State-Directed Development

Political Power and Industrialization in the Global Periphery

by

Why have some developing country states been more successful at facilitating industrialization than others? An answer to this question is developed by focusing both on patterns of state construction and intervention aimed at promoting industrialization. Four countries are analyzed in detail - South Korea, Brazil, India, and Nigeria - over the twentieth century. The states in these countries varied from cohesive-capitalist (mainly in Korea), through fragmented-multiclass (mainly in India), to neo-patrimonial (mainly in Nigeria). It is argued that cohesive-capitalist states have been most effective at promoting industrialization and neo-patrimonial states the least. The performance of fragmented-multiclass states falls somewhere in the middle. After explaining in detail as to why this should be so, the study traces the origins of these different state types historically, emphasizing the role of different types of colonialisms in the process of state construction in the developing world.
  • Cambridge University Press; August 2004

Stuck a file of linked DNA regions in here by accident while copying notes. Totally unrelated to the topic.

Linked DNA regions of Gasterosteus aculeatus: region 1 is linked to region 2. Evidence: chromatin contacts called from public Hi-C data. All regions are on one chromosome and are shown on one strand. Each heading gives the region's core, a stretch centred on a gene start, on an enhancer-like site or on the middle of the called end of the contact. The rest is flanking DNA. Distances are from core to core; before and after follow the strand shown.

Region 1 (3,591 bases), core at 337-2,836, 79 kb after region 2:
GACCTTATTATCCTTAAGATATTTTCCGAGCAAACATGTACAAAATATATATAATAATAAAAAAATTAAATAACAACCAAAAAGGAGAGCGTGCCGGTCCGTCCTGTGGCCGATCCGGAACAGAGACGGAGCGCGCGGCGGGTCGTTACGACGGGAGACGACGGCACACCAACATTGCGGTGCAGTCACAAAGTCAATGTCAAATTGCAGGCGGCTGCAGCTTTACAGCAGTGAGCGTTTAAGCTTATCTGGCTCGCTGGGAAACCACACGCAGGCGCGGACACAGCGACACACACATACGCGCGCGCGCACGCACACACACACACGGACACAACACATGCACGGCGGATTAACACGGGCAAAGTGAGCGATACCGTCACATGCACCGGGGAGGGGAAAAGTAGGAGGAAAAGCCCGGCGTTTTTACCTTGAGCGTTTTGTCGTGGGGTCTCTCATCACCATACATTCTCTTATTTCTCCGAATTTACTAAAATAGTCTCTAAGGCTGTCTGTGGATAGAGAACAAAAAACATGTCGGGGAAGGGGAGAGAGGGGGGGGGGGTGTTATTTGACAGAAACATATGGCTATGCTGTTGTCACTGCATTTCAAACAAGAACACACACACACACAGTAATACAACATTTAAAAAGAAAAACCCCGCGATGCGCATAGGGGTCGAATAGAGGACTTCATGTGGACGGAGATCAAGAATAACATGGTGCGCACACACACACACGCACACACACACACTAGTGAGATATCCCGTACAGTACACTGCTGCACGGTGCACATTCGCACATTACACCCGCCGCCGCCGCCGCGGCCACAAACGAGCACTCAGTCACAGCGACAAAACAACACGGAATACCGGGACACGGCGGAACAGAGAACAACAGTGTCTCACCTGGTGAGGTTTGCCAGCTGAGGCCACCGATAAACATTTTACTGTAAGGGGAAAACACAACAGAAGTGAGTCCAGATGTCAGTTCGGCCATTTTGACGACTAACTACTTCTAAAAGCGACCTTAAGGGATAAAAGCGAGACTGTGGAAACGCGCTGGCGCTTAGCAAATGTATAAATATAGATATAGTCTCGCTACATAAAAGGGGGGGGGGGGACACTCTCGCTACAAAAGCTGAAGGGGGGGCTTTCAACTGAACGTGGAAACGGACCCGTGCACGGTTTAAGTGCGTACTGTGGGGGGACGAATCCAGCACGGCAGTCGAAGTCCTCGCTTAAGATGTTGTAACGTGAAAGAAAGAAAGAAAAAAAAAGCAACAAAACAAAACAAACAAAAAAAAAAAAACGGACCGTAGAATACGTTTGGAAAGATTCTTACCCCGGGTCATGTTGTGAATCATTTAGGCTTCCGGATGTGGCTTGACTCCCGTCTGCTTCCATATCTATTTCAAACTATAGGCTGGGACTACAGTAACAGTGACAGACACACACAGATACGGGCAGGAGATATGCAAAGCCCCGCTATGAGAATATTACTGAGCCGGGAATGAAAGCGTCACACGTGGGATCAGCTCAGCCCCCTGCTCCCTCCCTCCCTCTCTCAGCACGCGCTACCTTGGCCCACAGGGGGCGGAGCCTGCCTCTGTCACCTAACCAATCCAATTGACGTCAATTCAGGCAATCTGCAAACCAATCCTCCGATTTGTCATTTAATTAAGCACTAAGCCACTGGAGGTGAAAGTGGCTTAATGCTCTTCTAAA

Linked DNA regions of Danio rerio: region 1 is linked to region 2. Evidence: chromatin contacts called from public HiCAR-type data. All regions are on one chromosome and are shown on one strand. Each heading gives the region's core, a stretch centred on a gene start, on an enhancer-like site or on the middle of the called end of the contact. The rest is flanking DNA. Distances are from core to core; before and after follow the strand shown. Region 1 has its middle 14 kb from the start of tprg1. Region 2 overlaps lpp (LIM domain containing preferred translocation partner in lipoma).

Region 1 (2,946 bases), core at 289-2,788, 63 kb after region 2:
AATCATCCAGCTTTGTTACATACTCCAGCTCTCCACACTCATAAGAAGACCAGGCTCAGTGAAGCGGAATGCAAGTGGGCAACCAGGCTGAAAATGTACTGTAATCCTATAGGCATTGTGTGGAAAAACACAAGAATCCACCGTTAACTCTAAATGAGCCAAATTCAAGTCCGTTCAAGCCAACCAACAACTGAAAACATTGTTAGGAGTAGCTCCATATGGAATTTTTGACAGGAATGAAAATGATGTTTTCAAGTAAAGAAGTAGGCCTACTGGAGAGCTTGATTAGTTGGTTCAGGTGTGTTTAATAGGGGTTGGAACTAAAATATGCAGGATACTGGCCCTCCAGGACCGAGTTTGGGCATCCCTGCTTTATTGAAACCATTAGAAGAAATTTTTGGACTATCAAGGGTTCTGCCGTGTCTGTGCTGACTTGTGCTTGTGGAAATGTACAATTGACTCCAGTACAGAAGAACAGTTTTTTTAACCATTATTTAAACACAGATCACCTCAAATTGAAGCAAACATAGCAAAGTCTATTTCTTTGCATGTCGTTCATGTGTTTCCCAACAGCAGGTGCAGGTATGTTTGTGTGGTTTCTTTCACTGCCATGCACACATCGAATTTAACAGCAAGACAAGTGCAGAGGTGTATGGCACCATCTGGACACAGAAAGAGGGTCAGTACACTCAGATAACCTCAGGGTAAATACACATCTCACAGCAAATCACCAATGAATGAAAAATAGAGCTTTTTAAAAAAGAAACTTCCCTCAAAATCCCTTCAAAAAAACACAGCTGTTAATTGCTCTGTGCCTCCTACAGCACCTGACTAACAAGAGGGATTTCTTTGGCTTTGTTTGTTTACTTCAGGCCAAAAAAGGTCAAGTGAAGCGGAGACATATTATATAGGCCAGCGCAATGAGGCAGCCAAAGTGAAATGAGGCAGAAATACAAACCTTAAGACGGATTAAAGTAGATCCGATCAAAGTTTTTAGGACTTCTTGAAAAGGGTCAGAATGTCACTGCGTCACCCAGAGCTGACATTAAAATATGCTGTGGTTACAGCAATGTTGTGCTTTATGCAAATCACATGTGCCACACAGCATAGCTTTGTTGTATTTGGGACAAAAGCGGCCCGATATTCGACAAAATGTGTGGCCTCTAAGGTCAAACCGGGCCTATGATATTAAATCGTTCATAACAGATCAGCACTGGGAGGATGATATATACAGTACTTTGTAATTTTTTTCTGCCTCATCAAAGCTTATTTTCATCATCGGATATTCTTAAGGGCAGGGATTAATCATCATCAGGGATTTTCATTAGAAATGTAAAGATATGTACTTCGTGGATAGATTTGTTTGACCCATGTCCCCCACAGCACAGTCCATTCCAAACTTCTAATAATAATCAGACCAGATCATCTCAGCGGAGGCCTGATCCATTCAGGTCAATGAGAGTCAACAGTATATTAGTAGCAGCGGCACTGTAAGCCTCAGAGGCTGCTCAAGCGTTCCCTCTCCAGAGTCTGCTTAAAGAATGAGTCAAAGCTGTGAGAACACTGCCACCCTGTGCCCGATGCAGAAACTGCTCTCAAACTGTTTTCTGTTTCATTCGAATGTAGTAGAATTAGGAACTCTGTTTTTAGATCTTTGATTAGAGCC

• ISBN 9780511227639
  • Read online, or download in secure PDF or secure EPUB format
  • Title: State-Directed Development
  • Author: Atul Kohli
  • Imprint: Cambridge University Press

In The Press

'This manuscript is a tour de force of comparative, cross-regional, historically-based political economy analysis of one of the major issues that faced us in the last century and continues to do so now - why some states have done better than others at development. This type of work is very difficult to do, requiring broad contextual and technical knowledge, a keen sense of politics, and a deep knowledge of individual cases - all linked with excellent analytic capabilities. Professor Kohli has all of these and more.' Thomas Callaghy, University of Pennsylvania